Musa basjoo


Musa basjoo
Musa basjoo
Scientific classification
Kingdom: Plantae
(unranked): Angiosperms
(unranked): Monocots
(unranked): Commelinids
Order: Zingiberales
Family: Musaceae
Genus: Musa
Species: M. basjoo
Binomial name
Musa basjoo
Siebold & Zucc. ex Iinuma

Musa basjoo, known variously as Japanese Banana,[1] Japanese Fiber Banana or Hardy Banana, is a species belonging to the genus Musa. It was previously thought to have originated from the Ryukyu islands of Japan, from where it was first described in cultivation. It is now considered more likely to have originated from China, where it is also widely cultivated, with wild populations thought to exist in Sichuan province.[2]

Contents

Description

Musa basjoo is a herbaceous perennial with trunk-like pseudostems growing to around 2–2.5 metres (6.6–8.2 ft), with a crown of mid-green leaves growing up to 1.5 metres (4.9 ft) long and 50 centimetres (20 in) wide when mature. The species produces male and female flowers on the same inflorescence which may extend for over 1 metre (3.3 ft). The banana fruits formed are non-edible, with sparse pulp and many seeds. [3]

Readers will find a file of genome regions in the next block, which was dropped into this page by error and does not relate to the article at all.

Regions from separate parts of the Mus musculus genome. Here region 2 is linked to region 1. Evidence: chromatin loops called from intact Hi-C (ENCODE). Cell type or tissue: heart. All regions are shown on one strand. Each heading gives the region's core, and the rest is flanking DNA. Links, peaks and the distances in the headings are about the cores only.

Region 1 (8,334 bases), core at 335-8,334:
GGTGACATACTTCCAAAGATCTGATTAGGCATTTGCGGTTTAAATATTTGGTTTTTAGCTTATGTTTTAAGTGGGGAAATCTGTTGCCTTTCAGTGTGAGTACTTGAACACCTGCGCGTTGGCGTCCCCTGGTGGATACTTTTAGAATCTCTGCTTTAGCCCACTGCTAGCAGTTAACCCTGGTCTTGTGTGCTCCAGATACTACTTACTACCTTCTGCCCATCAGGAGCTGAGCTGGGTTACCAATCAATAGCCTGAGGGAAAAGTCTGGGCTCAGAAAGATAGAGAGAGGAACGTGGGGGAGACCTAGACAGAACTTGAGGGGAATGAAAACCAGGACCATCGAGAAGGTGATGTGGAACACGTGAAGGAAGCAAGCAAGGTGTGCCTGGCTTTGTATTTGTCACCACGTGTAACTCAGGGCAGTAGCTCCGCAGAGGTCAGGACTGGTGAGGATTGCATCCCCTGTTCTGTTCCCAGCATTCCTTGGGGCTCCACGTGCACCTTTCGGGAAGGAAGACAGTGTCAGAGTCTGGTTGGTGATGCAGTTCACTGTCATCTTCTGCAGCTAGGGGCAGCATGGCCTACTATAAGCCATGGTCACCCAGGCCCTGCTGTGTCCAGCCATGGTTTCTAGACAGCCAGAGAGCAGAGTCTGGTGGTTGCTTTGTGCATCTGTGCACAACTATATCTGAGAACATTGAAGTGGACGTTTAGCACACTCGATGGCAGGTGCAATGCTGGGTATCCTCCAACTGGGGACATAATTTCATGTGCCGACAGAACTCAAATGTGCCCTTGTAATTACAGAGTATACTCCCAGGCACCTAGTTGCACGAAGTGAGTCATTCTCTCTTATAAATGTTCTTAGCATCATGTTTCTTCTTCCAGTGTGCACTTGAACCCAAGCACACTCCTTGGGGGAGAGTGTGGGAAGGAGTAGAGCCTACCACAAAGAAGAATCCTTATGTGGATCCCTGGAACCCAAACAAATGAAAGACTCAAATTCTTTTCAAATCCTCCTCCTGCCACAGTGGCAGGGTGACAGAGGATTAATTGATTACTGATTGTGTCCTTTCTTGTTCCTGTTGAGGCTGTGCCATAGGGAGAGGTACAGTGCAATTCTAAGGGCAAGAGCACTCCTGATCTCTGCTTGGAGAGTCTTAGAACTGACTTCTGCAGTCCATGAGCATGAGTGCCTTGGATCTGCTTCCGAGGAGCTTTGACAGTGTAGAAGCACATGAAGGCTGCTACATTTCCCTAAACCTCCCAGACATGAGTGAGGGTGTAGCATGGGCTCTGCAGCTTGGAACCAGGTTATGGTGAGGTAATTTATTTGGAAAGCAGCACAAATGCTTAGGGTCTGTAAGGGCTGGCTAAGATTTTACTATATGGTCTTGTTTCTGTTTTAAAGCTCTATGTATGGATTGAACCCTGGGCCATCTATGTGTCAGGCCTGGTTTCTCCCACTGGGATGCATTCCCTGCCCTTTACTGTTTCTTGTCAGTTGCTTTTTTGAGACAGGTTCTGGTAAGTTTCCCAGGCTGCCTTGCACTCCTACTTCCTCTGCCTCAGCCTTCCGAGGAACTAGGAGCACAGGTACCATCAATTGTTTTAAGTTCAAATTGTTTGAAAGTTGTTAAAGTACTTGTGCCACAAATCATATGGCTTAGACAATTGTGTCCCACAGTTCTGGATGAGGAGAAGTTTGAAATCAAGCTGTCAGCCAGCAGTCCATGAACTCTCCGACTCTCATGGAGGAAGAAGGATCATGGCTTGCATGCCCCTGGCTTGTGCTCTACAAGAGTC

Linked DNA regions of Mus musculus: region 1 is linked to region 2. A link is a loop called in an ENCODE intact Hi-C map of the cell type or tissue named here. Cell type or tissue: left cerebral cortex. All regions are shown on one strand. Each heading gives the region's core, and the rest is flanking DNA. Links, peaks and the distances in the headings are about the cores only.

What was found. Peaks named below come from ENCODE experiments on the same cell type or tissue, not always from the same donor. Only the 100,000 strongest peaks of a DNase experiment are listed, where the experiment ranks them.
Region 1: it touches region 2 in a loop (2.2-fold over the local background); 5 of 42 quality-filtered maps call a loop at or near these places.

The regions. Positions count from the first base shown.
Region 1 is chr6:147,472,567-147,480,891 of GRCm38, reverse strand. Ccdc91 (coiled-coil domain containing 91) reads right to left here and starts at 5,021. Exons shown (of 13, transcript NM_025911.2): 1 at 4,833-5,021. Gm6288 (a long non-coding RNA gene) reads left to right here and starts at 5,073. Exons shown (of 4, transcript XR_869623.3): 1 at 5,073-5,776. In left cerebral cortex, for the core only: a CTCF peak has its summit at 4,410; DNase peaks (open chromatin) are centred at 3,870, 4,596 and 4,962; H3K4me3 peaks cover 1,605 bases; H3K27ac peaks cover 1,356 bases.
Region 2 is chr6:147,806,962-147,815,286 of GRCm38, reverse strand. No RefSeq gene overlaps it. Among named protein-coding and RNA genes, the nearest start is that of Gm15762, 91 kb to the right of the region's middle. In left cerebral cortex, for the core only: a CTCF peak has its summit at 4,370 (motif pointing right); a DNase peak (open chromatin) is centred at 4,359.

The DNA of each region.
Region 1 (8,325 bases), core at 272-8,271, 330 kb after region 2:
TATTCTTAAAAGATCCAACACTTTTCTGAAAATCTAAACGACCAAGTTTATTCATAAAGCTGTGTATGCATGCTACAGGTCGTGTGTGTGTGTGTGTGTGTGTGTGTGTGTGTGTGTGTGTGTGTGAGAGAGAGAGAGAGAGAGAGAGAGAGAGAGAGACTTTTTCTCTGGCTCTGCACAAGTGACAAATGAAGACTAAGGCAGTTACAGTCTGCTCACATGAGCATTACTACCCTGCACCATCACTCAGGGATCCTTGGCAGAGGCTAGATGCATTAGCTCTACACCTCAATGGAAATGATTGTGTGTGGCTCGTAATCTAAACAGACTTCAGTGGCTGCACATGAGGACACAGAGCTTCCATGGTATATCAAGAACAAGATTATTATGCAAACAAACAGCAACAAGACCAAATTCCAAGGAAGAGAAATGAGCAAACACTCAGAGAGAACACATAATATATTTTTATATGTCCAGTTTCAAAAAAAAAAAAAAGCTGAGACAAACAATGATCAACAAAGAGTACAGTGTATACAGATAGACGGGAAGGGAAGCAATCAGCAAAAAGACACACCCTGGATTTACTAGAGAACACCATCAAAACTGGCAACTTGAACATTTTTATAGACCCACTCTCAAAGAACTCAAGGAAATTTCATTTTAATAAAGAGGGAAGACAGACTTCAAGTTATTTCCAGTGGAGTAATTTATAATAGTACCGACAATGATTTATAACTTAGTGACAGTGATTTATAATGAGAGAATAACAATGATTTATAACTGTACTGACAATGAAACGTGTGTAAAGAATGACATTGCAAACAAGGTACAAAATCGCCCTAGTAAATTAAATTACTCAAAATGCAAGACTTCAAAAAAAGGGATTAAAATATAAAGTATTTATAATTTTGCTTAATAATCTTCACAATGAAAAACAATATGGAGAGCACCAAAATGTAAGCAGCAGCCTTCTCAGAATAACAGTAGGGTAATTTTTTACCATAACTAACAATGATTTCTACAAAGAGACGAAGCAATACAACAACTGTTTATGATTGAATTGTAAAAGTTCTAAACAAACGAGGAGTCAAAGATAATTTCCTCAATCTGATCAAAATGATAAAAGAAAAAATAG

Cultivation

Musa basjoo has been extensively cultivated for fiber or gardens outside its natural range, into Japan and parts of Northern Europe and Britain, the United States, and Canada. Although the pseudostem may only cope with a few degrees below freezing, the underground rhizome is considered frost hardy, if well insulated with several feet of dry mulch, all the way down to -25 degrees Fahrenheit. If the pseudostem is killed, the banana will resprout from the ground where it rapidly grows to full size (15 feet) in a season under optimal conditions. Thus, it can be grown as far north as Zone 5a in the United states, or can be overwintered in a pot and kept growing, which is the only way it can be made to fruit in northern regions (bananas require 12 -24 months of warmth to bloom).

Uses

In gardens it is used as a hardy 'tropical foliage' ornamental plant. In its home range in Japan, where it is thought to have been imported from China, the fibers of the plant are used to produce textiles known in Japanese as bashōfu (芭蕉布, lit. "banana cloth").

References

  1. ^ Prof. Snow Barlow (July 19, 2002). "Sorting Musa Names". Multilingual Multiscript Plant Name Database. University of Melbourne. http://www.plantnames.unimelb.edu.au/new/Musa.html. Retrieved July 7, 2010. 
  2. ^ Lui et al. (2001). "Taxonomic notes on wild bananas (Musa) from China". Bot. Bull. Acad. Sin. 43: 77–81. http://ejournal.sinica.edu.tw/bbas/content/2002/1/bot431-09.html. 
  3. ^ Musa basjoo